This week’s edition is excerpted from an almost two hour cross interview and discussion with Jan Irvin of Gnostic Media. His historical research addresses Western intelligence community’s longtime involvement in mind control research and the crafting of popular culture and belief.
Irvin’s unconventional project seeks to recover a history involving pivotal figures, including Dead Sea Scrolls researcher John Allegro and author Aldous Huxley, that has been long obscured by the intelligence community and attendant political forces.
The two also discuss how the Trivium can play an essential role in journalism and historical research, providing the basis for interventions in the seemingly spontaneous trajectory of contemporary issues and events.
(The full version of this interview is available for a limited time here.)
A figure that is situated centrally in Irvin’s research over the past several years is Gordon Wasson, a major JP Morgan executive who was close friends with public opinion expert Edward Bernays. “Gordon Wasson was actually the vice president of propaganda, or “communications” [at Morgan]. He was friends with Allan Dulles, the former head of the CIA,” Irvin notes.
He was good buddies with George Kennan. (I probably have a hundred or two hundred pages of Wasson and Kennan’s letters.) Of course, Kennan was OSS. He was the former ambassador to the USSR and to Yugoslavia. In one of their [correspondences] Wasson is actually trying to recruit George Kennan to the CIA. Kennan, Allan Dulles, Henry Luce, Wasson and the whole gang all work together for the Council on Foreign Relations. I have hundreds and hundreds of pages of CFR archive material … from the Mudd Library at Princeton.
Indeed, Wasson was present at around twenty percent of CFR meetings from 1951 to 1965, according to Irvin’s archival research.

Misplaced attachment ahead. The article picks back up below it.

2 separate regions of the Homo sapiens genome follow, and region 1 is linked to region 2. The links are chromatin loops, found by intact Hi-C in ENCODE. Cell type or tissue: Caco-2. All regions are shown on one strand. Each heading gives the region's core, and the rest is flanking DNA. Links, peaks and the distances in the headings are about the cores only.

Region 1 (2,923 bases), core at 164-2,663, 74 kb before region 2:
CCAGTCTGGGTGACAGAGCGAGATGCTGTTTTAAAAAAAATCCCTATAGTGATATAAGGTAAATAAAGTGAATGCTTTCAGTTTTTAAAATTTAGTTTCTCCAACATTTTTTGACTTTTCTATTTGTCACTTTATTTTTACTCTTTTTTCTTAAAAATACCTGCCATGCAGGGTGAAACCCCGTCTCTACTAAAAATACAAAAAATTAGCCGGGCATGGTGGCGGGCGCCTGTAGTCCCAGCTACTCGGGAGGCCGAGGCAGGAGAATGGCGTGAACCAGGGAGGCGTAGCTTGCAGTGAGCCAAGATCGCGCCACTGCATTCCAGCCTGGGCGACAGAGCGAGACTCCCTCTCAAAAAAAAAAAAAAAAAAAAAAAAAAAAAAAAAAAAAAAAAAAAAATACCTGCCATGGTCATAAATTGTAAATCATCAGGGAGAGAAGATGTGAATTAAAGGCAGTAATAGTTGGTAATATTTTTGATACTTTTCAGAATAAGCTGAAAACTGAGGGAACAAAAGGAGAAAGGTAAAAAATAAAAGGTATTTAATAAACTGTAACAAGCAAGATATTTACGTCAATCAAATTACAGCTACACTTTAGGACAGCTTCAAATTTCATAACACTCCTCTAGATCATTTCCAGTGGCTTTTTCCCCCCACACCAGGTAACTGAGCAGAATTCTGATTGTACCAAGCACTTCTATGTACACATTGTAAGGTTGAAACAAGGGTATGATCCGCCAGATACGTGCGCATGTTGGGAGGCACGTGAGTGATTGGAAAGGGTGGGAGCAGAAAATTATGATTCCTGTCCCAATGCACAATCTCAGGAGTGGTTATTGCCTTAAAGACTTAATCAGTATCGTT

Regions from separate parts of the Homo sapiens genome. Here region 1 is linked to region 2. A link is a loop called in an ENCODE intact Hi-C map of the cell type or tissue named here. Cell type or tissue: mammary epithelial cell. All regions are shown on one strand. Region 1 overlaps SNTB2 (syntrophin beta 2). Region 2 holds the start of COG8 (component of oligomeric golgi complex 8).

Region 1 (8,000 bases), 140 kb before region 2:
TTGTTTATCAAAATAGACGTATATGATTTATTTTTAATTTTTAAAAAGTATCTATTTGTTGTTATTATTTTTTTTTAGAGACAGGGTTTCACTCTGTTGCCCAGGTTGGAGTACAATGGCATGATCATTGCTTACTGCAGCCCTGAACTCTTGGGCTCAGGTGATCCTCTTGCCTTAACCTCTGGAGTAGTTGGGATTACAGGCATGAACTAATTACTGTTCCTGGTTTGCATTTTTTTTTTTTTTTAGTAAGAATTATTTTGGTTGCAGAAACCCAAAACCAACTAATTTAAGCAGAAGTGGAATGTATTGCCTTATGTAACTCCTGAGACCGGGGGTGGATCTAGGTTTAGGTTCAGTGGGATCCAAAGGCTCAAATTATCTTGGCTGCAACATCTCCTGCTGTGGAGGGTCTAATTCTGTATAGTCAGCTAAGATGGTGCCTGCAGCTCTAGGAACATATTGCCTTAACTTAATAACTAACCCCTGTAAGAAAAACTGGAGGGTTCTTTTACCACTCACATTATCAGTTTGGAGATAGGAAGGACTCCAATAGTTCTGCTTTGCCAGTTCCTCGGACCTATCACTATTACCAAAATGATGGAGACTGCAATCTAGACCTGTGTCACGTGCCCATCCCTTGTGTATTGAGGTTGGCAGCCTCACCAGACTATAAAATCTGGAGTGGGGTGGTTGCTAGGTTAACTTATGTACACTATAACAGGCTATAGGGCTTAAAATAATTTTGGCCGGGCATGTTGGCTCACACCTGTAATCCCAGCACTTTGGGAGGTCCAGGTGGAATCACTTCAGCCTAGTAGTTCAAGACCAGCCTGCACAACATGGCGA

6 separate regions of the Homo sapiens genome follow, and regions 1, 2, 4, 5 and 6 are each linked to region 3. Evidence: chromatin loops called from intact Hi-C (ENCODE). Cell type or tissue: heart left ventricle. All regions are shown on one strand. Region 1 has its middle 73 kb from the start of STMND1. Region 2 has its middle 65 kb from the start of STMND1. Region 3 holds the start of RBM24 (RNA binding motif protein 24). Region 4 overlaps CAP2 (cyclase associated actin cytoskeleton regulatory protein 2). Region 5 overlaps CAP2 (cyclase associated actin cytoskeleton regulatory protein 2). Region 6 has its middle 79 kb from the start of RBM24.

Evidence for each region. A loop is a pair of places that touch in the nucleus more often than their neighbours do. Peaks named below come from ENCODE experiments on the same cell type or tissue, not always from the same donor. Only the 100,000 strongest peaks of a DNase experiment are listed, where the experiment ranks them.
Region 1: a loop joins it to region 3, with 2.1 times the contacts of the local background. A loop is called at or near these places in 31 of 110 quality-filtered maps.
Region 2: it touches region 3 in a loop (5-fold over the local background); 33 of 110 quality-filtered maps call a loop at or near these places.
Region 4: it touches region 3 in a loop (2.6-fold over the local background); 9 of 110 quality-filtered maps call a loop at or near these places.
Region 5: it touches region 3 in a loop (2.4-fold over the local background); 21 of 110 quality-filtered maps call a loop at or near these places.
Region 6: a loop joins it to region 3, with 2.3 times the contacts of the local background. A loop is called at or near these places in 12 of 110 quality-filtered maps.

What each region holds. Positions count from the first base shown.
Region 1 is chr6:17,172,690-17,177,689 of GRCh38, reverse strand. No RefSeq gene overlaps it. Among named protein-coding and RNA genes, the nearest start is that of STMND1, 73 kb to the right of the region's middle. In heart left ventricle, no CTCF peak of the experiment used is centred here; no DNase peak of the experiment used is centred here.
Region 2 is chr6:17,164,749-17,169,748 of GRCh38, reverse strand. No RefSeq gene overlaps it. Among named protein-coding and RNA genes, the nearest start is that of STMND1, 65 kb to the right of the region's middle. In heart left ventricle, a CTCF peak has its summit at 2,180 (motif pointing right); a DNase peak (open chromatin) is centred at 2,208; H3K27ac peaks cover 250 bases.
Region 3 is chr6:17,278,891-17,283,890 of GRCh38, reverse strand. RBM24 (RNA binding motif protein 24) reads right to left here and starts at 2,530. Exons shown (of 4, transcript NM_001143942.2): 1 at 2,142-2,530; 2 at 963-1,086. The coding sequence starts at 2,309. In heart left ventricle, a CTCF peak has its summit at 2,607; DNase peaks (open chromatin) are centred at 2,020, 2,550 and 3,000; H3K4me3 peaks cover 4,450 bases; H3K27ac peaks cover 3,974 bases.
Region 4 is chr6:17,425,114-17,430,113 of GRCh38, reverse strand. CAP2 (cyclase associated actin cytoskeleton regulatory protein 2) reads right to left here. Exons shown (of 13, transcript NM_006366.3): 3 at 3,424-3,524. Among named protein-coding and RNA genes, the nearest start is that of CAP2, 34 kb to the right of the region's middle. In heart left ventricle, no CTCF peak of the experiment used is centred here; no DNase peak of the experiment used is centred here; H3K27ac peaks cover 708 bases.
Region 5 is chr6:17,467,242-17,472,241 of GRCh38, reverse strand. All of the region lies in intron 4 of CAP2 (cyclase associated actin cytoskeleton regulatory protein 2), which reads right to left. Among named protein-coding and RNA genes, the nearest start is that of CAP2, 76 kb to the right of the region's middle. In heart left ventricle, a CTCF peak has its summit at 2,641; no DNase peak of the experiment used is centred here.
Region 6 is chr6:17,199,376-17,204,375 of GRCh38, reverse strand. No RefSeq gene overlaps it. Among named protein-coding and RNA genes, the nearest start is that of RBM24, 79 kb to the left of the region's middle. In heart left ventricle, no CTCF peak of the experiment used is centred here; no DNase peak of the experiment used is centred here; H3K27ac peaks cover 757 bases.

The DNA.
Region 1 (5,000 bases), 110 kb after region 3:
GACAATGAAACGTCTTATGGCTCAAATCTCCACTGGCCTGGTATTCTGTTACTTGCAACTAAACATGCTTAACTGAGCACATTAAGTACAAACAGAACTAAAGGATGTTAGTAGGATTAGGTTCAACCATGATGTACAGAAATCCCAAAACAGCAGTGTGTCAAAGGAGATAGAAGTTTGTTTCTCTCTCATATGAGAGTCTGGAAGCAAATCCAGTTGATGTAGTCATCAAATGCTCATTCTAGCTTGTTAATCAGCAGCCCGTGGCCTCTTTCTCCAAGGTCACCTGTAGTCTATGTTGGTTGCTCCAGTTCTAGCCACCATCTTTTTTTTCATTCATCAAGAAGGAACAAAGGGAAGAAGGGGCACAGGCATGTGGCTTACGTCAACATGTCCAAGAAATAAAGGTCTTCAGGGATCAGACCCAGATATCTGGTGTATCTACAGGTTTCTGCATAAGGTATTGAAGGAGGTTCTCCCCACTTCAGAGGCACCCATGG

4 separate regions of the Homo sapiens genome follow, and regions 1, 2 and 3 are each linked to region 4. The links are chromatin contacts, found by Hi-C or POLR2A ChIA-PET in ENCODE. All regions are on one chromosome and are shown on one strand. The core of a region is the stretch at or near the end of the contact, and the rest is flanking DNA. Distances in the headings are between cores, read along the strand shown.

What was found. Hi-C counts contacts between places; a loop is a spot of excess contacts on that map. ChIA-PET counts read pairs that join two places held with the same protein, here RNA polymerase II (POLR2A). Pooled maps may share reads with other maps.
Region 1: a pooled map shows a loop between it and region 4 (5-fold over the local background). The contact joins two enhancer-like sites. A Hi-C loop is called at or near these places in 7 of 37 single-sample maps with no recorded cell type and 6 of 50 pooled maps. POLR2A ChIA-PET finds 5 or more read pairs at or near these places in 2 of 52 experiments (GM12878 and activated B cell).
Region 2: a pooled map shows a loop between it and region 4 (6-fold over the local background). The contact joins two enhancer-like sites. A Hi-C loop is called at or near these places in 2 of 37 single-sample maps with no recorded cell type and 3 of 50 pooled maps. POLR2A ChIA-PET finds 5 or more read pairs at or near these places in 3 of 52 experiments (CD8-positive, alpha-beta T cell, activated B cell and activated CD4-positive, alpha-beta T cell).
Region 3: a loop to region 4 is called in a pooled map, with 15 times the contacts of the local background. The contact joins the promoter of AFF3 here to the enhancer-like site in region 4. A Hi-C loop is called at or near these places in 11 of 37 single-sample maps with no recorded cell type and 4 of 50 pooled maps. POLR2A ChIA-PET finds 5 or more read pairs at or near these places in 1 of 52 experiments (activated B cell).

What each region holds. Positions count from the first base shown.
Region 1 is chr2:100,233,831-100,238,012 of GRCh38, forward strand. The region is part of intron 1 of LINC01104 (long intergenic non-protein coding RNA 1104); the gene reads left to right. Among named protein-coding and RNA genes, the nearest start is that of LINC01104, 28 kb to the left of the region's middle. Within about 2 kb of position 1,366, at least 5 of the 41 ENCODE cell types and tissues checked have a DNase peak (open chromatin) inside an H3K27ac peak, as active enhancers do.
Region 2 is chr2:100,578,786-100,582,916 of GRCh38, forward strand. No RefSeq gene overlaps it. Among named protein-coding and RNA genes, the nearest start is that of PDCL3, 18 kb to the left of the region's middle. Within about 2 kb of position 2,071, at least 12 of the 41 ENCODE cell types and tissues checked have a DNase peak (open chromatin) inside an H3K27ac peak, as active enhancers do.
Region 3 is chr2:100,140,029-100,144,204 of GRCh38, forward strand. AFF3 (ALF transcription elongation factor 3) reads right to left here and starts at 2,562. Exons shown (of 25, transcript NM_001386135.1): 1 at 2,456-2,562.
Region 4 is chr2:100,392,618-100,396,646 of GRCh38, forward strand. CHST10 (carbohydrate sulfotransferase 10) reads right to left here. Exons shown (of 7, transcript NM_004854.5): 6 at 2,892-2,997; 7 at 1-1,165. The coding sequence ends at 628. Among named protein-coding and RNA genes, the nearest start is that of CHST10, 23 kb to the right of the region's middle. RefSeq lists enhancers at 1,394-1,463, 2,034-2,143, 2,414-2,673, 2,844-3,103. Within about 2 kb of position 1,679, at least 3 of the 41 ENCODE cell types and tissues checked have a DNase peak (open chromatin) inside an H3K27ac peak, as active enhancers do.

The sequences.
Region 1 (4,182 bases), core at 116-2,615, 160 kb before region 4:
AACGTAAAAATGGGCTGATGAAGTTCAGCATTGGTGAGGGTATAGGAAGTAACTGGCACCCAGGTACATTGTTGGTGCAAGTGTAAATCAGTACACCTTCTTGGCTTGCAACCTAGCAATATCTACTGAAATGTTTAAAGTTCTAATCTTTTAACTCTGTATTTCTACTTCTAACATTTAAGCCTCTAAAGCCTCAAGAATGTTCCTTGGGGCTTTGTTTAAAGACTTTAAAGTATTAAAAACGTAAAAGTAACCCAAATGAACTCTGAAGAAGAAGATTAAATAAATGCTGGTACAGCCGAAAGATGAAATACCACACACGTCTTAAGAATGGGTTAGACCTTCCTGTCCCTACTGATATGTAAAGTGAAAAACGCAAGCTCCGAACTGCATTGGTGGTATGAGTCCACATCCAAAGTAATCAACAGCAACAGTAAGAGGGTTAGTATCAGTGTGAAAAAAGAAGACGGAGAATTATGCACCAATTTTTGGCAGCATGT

Much of Irvin’s research project has centered on vindicating the intellectual work of John Marco Allegro, the first British member the international team involved in interpreting the Dead Sea Scrolls in Jordan. Recognizing the immense significance of the Scrolls in terms of both religious and scholarly thought, Allegro sought to make the texts as accessible as possible to all parties regardless of potential social cultural barriers.
“John Marco Allegro was one of the eight original translators of the Dead Sea Scrolls, and he was a lecturer at Manchester University, and worked at Oxford University,” Irvin observes. “He was the official representative sent in to Jordan to begin translation. He was marginalized and brushed aside by the rest of the team that was mostly composed of members of the Ecole Biblique from the Vatican that had control of the archives.”
In 1968 Allegro published all of his section of the Dead Sea Scrolls. In fact, he was the only one to publish his work on the Dead Sea Scrolls; nothing else was published by the rest of the team members until about 1993, so he beat them by about 25 years. Subsequently, other research has come out showing that much of his work was correct, but they really marginalized and attacked him.
“And then based off of his Dead Sea Scrolls work, in May 1970, he published his infamous–or famous–book that I’m now the publisher of, The Sacred Mushroom and the Cross. That was the most explosive book, essentially, since Charles Darwin had published on The Origin of Species. Allegro was immediately attacked by the academic and intelligence communities. They perpetuated the lies about him all the way up until I published my book, The Holy Mushroom, and now they’ve dropped it like a hot potato.”